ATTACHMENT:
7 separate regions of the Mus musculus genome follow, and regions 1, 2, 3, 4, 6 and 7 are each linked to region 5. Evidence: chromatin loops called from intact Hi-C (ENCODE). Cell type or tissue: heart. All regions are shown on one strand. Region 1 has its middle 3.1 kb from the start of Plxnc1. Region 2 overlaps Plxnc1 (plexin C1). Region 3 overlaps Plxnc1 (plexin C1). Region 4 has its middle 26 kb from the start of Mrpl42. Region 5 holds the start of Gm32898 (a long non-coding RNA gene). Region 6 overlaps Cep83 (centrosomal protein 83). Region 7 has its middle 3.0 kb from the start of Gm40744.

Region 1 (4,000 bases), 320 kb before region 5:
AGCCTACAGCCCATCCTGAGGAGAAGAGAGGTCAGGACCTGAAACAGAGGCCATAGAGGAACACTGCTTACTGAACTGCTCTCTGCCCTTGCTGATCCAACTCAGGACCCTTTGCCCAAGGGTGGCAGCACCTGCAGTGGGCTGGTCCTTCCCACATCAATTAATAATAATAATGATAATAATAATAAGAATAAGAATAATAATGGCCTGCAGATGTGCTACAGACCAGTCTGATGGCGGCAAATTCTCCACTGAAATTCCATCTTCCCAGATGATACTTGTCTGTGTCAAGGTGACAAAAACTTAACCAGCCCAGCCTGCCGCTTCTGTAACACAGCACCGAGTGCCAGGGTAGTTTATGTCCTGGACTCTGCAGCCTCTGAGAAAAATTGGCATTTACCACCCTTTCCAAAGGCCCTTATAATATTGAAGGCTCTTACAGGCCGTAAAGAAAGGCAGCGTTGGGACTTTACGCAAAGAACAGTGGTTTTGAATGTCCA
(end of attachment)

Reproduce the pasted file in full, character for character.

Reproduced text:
7 separate regions of the Mus musculus genome follow, and regions 1, 2, 3, 4, 6 and 7 are each linked to region 5. Evidence: chromatin loops called from intact Hi-C (ENCODE). Cell type or tissue: heart. All regions are shown on one strand. Region 1 has its middle 3.1 kb from the start of Plxnc1. Region 2 overlaps Plxnc1 (plexin C1). Region 3 overlaps Plxnc1 (plexin C1). Region 4 has its middle 26 kb from the start of Mrpl42. Region 5 holds the start of Gm32898 (a long non-coding RNA gene). Region 6 overlaps Cep83 (centrosomal protein 83). Region 7 has its middle 3.0 kb from the start of Gm40744.

Region 1 (4,000 bases), 320 kb before region 5:
AGCCTACAGCCCATCCTGAGGAGAAGAGAGGTCAGGACCTGAAACAGAGGCCATAGAGGAACACTGCTTACTGAACTGCTCTCTGCCCTTGCTGATCCAACTCAGGACCCTTTGCCCAAGGGTGGCAGCACCTGCAGTGGGCTGGTCCTTCCCACATCAATTAATAATAATAATGATAATAATAATAAGAATAAGAATAATAATGGCCTGCAGATGTGCTACAGACCAGTCTGATGGCGGCAAATTCTCCACTGAAATTCCATCTTCCCAGATGATACTTGTCTGTGTCAAGGTGACAAAAACTTAACCAGCCCAGCCTGCCGCTTCTGTAACACAGCACCGAGTGCCAGGGTAGTTTATGTCCTGGACTCTGCAGCCTCTGAGAAAAATTGGCATTTACCACCCTTTCCAAAGGCCCTTATAATATTGAAGGCTCTTACAGGCCGTAAAGAAAGGCAGCGTTGGGACTTTACGCAAAGAACAGTGGTTTTGAATGTCCA